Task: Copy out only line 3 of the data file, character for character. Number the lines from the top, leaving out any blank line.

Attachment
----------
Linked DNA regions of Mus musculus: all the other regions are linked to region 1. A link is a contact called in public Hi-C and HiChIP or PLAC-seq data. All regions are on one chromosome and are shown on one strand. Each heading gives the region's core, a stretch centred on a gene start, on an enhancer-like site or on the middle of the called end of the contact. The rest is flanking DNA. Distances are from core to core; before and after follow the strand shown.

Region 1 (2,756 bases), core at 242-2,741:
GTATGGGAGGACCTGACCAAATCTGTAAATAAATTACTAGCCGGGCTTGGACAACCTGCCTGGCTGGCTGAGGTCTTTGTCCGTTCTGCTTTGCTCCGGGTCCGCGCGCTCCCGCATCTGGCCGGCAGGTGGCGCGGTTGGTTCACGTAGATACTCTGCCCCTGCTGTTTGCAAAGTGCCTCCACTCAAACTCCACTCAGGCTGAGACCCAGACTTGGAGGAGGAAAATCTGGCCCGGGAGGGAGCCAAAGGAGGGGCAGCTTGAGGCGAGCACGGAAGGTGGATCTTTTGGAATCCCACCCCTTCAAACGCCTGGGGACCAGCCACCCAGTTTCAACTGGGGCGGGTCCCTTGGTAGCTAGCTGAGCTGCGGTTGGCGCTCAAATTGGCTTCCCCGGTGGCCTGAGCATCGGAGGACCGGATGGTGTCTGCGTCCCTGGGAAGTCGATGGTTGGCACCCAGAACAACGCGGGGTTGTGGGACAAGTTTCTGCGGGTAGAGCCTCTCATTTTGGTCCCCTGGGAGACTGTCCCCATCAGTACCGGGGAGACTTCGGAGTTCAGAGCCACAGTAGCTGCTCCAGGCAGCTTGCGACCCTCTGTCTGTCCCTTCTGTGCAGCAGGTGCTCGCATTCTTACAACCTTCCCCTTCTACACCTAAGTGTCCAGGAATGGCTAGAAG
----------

GTATGGGAGGACCTGACCAAATCTGTAAATAAATTACTAGCCGGGCTTGGACAACCTGCCTGGCTGGCTGAGGTCTTTGTCCGTTCTGCTTTGCTCCGGGTCCGCGCGCTCCCGCATCTGGCCGGCAGGTGGCGCGGTTGGTTCACGTAGATACTCTGCCCCTGCTGTTTGCAAAGTGCCTCCACTCAAACTCCACTCAGGCTGAGACCCAGACTTGGAGGAGGAAAATCTGGCCCGGGAGGGAGCCAAAGGAGGGGCAGCTTGAGGCGAGCACGGAAGGTGGATCTTTTGGAATCCCACCCCTTCAAACGCCTGGGGACCAGCCACCCAGTTTCAACTGGGGCGGGTCCCTTGGTAGCTAGCTGAGCTGCGGTTGGCGCTCAAATTGGCTTCCCCGGTGGCCTGAGCATCGGAGGACCGGATGGTGTCTGCGTCCCTGGGAAGTCGATGGTTGGCACCCAGAACAACGCGGGGTTGTGGGACAAGTTTCTGCGGGTAGAGCCTCTCATTTTGGTCCCCTGGGAGACTGTCCCCATCAGTACCGGGGAGACTTCGGAGTTCAGAGCCACAGTAGCTGCTCCAGGCAGCTTGCGACCCTCTGTCTGTCCCTTCTGTGCAGCAGGTGCTCGCATTCTTACAACCTTCCCCTTCTACACCTAAGTGTCCAGGAATGGCTAGAAG